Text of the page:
The STAR interview technique for recruiters
As a recruiter, you’ll no doubt develop your own style and process for running interviews with candidates. But how effective is this at getting the information you really need? And the flip side of course, is thinking about how well you fare when sat on the other side of the table and you’re being interviewed for your next recruiter role? Well the Harrison Sands team are here to help by exploring the well-regarded STAR technique and explaining how to get the best out of it.
The STAR technique, for those that don’t already know is an interview technique that’s typically used to steer a conversation along a particular structure and in the process, ensure that information about a candidates’ specific capabilities – relevant to the job they’re interviewing for – are uncovered. In brief, the mnemonic STAR stands for: Situation, Task, Action and Results – and we’ll explain more about each one below.
Situation – Just as you would do when talking to someone and trying to explain something, it’s a good idea to first set the scene and describe the situation you’re about to explore further. So, give some context and background to the situation so the interviewer can understand what you’re about to tell them.
Task – This is the particular task you were presented with in the scenario you’re explaining. It’s important at this stage to focus on the task you specifically faced or tackled, rather than talking more generally about the rest of the team and what they did. Also consider explaining the importance of the task itself, and where appropriate the impact of not completing the task.
Action – Arguably the most important aspect of the STAR technique, this is your chance to shine and explain to the interviewer what it was you specifically did. You must use this part of your answer to demonstrate what you did as a person, rather than as part of a team – so it’s clear it’s your competency you’re demonstrating to the interviewer. Use plenty of detail and remember the interviewer may not be familiar with your history, background or know the company you’ve worked for in the past. Be sure to contextualise your answers and relate them back to the question being asked.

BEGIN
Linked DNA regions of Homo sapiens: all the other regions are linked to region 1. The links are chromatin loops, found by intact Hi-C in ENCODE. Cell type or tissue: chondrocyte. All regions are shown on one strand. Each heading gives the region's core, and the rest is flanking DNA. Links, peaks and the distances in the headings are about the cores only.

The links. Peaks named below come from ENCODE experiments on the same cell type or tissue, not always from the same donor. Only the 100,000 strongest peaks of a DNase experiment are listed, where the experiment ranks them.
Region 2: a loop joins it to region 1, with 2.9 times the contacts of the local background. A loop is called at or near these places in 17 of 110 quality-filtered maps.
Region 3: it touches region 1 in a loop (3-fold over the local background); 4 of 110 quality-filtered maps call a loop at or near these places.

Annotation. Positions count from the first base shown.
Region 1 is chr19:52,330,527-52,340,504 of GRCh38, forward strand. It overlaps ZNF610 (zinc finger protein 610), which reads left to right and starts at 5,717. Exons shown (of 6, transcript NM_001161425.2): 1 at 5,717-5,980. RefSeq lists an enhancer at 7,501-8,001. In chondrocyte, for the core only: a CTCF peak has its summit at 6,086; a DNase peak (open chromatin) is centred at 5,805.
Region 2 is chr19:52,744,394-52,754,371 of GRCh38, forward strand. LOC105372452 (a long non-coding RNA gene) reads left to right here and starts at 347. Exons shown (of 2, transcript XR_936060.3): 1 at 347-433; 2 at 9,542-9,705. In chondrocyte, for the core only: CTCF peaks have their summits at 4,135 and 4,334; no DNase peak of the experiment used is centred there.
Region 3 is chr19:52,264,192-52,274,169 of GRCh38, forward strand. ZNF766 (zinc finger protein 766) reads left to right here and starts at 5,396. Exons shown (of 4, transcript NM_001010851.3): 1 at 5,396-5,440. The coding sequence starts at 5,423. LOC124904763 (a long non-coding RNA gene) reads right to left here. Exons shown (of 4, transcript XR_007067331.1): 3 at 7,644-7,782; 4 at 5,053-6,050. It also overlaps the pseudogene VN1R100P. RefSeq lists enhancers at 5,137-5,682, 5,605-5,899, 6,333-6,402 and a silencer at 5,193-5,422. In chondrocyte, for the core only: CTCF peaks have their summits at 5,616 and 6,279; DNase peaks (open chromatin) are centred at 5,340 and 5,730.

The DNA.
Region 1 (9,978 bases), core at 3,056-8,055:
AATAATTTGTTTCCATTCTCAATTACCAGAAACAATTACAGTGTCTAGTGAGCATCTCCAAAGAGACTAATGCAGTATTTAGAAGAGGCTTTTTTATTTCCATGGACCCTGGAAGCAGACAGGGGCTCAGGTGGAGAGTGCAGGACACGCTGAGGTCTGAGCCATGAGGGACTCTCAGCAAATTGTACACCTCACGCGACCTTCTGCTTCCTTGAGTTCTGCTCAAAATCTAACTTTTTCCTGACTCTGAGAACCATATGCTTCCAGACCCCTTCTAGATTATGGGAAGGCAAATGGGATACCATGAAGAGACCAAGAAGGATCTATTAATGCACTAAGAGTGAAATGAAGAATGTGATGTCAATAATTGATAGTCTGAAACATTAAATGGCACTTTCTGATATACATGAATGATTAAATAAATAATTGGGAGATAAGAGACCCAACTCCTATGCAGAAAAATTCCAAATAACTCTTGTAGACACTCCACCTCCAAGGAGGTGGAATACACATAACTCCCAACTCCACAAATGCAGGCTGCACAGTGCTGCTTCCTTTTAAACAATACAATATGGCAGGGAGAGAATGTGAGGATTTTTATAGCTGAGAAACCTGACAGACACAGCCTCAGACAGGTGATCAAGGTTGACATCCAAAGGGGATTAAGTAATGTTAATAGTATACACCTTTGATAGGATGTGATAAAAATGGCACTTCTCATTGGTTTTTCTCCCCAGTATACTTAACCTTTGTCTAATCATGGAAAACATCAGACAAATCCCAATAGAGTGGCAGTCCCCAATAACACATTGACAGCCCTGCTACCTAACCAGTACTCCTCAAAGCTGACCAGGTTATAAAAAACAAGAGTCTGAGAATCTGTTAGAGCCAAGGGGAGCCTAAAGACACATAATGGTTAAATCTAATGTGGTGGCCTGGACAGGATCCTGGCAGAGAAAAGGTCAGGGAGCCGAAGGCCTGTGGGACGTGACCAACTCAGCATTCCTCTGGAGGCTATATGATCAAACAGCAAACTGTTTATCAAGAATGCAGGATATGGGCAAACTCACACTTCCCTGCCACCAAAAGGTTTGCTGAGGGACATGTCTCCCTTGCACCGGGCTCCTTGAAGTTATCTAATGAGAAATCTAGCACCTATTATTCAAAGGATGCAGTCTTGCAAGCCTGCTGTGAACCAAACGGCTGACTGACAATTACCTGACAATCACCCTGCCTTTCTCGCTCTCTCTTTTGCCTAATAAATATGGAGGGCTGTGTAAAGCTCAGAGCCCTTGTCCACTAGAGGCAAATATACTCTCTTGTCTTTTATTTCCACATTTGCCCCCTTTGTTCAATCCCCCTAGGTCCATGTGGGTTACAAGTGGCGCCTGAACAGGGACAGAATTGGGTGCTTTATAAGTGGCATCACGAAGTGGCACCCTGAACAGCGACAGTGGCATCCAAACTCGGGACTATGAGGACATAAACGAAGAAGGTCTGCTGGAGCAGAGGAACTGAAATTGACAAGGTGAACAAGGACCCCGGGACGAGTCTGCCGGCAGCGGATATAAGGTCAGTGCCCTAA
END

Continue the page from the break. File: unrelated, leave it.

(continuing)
Result – In the majority of circumstances, you’d want to demonstrate a positive outcome and show where you’ve made a difference. If you can quantify the impact you’ve had, do so. In the recruitment world metrics, particularly financial ones, will go a long way towards demonstrating capability – so don’t be shy about sharing the details of your successes.
Which questions need a STAR response?
The STAR technique can be an invaluable tool in any recruiter’s arsenal, but perhaps most importantly by adopting this approach it allows hiring managers to compare applicants in a more structured manner.
To finish, it’s worth sharing our top tips for answering STAR questions.
- Be specific when answering a STAR question, try to avoid being vague and don’t just talk in generalities. Quantify numbers and improvements. For example, don’t just say that your perm fees improved year on year, explain the percentage or monetary value that they increased.
- Address the question. Equally appropriate with non-STAR interview questions, it’s particularly important here that when asked to demonstrate a specific competency that you ensure you answer the question being asked. Try to avoid selecting a scenario from your past and forcing a link to the question.
- Think about the timing. It’s important to find the right balance in the time you take to answer STAR questions. Try not to let your answers drag on or venture off on a tangent from the competency or skill you’re being asked about. And try and avoid rushing through your answers too quickly too.
- Make it free flowing. Although we’re advocating the technique to help structure your answers, it’s best to try and avoid making it overly obvious that you’re breaking your answers down into these separate sections. Doing so can make the conversation feel unnatural and can distract the hiring manager. So just be relaxed and natural, don’t rehearse answers too much and let the conversation flow.
For more help or advice about interviews, or to find out more about Harrison Sands can help you with your next career move, please Contact Us now.